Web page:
Norwegian Air will resume flights on 76 routes halted during the coronavirus outbreak and bring back into service 12 of its mothballed aircraft on top of the eight already flying.

This comes as European countries reopen and demand for flights rises. 

Airlines have been hit hard by the pandemic, which has put a stop to most international travel, leading companies to seek help from governments. 

"We're getting back in the air with more planes and we're reopening many of the routes which our customers have requested," chief executive Jacob Schram said in a statement. 

More than 300 pilots and 600 cabin crew from the company's bases in Norway will operate 20 aircraft, with about 200 pilots and 400 cabin crew being brought back from layoffs, the budget carrier said. 

Norwegian laid off about 7,300 staff, roughly 90% of its employees, after the Covid-19 outbreak. 

Norwegian said yesterday it would resume flights outside Norway, announcing a single domestic route in Denmark, while Nordic rival SAS also announced an expansion of service.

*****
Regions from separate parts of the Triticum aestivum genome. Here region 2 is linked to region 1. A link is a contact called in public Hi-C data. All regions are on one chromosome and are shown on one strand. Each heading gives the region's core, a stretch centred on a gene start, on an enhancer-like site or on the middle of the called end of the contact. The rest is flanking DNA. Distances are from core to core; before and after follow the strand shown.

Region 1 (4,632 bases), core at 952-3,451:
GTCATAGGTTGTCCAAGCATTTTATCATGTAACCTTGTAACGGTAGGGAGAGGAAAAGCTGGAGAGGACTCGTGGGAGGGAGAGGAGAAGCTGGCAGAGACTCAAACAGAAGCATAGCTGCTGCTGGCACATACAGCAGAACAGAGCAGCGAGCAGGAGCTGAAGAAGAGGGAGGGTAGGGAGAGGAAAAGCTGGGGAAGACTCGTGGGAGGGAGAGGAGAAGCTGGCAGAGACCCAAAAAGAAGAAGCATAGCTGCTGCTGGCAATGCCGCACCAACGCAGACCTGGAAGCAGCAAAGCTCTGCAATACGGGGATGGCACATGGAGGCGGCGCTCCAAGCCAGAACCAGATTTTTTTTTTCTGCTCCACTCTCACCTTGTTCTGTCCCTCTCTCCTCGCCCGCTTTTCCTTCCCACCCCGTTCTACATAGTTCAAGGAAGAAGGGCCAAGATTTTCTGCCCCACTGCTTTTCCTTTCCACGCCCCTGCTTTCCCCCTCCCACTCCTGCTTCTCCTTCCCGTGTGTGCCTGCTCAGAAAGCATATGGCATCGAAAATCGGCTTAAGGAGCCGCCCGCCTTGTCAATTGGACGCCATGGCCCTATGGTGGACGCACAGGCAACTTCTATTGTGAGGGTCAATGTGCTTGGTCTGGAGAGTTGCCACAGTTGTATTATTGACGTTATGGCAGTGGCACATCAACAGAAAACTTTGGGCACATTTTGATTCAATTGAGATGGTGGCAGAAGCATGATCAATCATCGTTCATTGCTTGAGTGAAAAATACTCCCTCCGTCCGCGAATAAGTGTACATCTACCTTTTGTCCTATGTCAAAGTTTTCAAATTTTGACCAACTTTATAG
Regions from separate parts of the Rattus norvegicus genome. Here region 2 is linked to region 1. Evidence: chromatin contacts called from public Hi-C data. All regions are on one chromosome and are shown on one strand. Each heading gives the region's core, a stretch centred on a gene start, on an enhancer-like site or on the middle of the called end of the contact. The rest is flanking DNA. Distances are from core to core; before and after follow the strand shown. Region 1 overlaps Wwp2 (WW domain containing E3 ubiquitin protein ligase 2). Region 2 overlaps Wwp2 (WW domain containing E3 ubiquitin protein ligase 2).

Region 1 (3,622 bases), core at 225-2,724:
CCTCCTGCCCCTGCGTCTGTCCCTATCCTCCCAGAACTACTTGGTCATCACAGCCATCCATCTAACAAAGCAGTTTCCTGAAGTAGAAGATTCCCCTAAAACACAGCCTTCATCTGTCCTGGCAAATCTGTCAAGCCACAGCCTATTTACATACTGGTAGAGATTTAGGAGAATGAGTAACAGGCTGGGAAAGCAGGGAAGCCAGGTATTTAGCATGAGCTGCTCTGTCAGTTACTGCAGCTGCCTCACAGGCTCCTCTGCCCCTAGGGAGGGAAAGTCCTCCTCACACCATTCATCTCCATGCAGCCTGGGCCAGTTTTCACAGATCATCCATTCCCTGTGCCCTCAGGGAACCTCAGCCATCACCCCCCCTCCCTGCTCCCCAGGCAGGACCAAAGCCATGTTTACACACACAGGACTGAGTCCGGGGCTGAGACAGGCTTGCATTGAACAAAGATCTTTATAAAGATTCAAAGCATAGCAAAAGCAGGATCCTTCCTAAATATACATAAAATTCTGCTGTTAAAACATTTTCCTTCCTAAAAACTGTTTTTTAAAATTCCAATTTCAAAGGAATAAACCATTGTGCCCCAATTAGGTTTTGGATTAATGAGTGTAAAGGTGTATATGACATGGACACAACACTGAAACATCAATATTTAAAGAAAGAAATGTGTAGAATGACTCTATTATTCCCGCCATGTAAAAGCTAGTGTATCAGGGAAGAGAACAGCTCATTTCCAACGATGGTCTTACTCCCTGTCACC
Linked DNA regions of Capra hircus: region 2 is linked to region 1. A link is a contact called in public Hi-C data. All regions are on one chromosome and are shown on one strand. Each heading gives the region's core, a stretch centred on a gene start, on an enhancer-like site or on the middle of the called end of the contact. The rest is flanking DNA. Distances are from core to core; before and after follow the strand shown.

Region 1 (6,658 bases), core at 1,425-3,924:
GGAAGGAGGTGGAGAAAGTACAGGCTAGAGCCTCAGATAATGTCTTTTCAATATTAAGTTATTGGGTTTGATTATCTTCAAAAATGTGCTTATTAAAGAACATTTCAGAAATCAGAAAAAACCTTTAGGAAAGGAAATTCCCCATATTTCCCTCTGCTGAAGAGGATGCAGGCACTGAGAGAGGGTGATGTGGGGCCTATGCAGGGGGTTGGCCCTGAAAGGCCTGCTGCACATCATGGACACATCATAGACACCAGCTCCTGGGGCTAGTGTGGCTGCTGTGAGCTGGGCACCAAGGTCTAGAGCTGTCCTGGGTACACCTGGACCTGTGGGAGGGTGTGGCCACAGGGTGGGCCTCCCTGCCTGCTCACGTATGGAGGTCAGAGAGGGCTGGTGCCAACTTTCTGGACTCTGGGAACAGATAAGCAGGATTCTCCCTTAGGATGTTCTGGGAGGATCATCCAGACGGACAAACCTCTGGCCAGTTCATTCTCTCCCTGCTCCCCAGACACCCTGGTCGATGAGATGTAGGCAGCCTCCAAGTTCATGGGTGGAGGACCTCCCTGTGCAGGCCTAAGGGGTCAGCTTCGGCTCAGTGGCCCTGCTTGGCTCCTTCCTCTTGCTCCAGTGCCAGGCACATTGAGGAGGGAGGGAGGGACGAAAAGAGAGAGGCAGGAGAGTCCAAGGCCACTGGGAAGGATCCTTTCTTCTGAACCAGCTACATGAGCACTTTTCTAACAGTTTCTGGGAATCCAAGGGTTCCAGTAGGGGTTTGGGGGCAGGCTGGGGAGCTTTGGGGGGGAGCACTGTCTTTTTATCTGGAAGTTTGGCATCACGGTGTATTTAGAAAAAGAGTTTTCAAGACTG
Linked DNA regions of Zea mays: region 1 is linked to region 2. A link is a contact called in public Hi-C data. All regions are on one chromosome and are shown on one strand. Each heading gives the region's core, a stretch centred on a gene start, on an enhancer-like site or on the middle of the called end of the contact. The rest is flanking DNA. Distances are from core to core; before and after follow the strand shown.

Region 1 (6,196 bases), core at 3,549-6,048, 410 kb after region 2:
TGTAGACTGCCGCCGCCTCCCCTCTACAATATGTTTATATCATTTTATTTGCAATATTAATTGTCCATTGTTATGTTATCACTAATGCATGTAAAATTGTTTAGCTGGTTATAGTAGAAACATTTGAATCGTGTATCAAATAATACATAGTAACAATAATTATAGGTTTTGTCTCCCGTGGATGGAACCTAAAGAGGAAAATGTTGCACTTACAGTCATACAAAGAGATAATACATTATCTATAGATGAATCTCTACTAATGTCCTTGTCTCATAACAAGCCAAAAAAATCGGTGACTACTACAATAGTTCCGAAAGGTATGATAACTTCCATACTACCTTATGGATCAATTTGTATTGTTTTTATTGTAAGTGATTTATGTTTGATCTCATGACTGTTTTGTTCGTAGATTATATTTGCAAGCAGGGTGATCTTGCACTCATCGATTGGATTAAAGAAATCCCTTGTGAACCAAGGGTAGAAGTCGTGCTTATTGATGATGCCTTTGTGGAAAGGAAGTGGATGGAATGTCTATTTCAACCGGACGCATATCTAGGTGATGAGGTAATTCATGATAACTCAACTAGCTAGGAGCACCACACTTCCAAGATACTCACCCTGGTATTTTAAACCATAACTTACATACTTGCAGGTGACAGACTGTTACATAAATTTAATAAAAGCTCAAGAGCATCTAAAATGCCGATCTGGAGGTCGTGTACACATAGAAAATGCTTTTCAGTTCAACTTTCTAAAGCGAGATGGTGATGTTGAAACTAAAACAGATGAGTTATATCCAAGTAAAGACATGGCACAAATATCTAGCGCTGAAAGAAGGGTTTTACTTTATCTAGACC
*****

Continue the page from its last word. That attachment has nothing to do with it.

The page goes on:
Norwegian completed a financial restructuring last month, handing control of the firm to its creditors, saying at the time it could wait until 2021 before resuming flights beyond Norway's borders.

"The reopening of flights is the result of recent increased demand from customers and is also in line with other airlines across Europe that are also resuming flights," Norwegian said. 

The airline, which brought Europe's low-cost business model to the transatlantic market, has said it plans to reinvent itself in a scaled-down version with 110-120 aircraft, compared with almost 150 before the pandemic.